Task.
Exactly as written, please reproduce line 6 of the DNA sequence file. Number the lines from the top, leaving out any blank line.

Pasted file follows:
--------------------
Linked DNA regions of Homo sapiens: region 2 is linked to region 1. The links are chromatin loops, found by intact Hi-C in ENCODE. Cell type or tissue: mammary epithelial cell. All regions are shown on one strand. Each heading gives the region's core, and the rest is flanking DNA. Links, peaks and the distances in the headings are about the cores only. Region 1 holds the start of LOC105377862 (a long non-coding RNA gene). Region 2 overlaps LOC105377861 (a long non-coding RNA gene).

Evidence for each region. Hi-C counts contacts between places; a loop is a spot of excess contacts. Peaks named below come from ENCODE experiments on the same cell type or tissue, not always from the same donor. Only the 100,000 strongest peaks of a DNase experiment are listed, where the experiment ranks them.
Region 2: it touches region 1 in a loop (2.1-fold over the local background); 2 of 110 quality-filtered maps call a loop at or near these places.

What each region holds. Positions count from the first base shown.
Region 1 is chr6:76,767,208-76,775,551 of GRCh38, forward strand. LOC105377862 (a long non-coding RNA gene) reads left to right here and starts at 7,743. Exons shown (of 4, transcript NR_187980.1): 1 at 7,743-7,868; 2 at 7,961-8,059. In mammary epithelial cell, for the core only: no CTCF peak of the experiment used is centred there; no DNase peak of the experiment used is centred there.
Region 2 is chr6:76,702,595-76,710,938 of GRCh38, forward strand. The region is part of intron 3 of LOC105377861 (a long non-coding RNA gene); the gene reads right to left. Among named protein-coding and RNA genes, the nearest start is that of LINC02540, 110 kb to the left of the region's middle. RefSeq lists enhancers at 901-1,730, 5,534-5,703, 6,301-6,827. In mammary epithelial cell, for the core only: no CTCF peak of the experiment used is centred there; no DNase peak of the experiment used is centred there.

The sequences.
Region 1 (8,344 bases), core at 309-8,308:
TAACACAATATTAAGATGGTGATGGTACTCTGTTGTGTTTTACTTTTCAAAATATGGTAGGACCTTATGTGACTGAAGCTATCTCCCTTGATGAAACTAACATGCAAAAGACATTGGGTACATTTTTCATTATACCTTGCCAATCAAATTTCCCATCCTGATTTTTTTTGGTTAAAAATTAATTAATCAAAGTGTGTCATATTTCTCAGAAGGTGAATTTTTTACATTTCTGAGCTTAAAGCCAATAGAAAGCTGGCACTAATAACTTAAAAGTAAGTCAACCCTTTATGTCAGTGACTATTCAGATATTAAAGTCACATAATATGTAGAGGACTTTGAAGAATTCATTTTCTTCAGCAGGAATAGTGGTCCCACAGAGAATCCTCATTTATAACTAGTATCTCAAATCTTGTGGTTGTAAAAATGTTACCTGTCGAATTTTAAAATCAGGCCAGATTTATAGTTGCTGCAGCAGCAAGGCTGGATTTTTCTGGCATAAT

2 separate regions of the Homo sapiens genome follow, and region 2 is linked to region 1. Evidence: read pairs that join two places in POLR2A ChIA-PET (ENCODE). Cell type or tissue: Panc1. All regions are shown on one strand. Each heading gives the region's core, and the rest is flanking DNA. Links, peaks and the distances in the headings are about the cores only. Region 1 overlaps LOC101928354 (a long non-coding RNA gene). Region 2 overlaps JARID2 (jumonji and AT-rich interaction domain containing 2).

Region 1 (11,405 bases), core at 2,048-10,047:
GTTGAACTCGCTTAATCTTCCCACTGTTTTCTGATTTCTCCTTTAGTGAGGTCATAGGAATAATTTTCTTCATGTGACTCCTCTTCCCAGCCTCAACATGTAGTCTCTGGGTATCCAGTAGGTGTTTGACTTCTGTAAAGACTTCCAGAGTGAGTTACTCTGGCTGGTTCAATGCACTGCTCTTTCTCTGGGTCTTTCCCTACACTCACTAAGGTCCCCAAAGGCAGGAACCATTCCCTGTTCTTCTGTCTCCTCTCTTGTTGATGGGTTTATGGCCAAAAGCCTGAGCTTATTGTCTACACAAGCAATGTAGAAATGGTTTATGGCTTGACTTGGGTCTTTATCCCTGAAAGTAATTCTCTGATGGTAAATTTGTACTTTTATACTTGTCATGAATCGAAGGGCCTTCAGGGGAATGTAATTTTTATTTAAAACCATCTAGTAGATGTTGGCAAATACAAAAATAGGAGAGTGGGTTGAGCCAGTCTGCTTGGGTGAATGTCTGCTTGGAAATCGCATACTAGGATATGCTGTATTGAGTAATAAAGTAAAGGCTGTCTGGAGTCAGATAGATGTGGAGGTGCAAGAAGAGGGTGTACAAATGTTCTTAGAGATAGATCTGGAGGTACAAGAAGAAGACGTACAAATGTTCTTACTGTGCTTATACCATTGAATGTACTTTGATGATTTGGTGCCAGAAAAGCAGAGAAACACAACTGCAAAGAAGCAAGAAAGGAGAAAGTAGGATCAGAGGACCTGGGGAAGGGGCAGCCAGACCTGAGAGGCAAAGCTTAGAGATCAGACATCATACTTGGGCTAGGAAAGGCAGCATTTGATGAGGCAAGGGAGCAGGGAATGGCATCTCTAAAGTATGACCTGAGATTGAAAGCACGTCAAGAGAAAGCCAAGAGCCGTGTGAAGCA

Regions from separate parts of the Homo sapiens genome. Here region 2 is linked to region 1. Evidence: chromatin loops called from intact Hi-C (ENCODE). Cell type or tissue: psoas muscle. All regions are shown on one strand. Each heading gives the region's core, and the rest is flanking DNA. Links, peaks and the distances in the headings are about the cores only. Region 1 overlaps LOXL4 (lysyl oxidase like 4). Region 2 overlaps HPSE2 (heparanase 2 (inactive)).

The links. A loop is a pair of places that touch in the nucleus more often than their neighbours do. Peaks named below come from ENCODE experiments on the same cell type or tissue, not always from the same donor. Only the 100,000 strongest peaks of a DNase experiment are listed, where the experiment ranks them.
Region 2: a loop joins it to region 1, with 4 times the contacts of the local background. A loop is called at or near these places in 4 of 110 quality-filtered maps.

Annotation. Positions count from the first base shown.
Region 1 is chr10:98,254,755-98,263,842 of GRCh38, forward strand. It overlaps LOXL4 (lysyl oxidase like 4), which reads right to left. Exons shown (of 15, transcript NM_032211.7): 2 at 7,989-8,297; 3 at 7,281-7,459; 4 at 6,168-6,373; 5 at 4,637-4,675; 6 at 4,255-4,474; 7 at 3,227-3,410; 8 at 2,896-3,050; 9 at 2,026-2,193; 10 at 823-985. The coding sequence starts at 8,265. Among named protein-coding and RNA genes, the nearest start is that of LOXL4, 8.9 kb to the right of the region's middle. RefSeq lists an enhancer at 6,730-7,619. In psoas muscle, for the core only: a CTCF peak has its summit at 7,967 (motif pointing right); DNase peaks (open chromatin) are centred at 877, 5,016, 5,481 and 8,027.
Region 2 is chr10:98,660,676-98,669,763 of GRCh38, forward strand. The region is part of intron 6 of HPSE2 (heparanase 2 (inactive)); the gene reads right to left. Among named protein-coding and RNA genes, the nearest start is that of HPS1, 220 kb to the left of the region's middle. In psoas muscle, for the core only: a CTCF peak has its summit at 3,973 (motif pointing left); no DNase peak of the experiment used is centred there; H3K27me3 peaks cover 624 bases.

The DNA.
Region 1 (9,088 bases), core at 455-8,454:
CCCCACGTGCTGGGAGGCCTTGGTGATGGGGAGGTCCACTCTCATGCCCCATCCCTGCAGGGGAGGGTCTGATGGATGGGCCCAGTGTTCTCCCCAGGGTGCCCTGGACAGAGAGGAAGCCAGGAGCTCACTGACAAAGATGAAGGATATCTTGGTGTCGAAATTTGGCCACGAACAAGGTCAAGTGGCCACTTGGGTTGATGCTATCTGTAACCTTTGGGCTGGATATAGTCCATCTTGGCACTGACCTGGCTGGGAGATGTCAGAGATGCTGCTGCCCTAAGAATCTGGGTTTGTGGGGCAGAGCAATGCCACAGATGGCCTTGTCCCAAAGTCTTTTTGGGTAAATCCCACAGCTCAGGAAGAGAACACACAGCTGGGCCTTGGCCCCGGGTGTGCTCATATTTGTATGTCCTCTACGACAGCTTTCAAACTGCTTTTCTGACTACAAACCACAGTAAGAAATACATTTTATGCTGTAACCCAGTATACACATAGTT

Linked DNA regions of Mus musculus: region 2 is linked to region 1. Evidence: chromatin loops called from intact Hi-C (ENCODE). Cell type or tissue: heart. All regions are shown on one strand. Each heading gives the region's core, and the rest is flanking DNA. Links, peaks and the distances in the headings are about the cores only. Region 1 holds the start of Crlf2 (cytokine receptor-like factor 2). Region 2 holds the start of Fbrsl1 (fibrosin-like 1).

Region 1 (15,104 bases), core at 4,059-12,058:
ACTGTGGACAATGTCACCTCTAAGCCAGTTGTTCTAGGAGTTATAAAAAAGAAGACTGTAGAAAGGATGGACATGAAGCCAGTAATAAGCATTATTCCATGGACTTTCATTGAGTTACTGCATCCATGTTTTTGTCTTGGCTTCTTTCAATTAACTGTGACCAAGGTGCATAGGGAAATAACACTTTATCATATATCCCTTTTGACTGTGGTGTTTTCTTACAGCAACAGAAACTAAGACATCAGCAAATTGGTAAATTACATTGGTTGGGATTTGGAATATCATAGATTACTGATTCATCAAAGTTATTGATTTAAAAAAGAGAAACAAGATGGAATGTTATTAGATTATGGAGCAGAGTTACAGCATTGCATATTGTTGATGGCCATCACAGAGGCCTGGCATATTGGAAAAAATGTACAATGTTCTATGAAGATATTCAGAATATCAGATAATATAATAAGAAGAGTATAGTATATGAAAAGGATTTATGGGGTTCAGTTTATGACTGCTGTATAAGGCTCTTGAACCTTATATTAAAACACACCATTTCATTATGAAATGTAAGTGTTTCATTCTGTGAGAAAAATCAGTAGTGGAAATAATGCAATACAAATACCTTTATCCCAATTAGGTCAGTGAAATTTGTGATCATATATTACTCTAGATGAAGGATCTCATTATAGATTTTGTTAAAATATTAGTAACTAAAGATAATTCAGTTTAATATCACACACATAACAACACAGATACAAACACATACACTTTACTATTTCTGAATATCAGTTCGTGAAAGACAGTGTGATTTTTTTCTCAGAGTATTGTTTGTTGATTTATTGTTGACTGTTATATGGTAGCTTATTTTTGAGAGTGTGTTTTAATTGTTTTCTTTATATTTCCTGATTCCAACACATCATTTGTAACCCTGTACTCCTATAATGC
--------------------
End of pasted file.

Region 2 is chr6:76,702,595-76,710,938 of GRCh38, forward strand. The region is part of intron 3 of LOC105377861 (a long non-coding RNA gene); the gene reads right to left. Among named protein-coding and RNA genes, the nearest start is that of LINC02540, 110 kb to the left of the region's middle. RefSeq lists enhancers at 901-1,730, 5,534-5,703, 6,301-6,827. In mammary epithelial cell, for the core only: no CTCF peak of the experiment used is centred there; no DNase peak of the experiment used is centred there.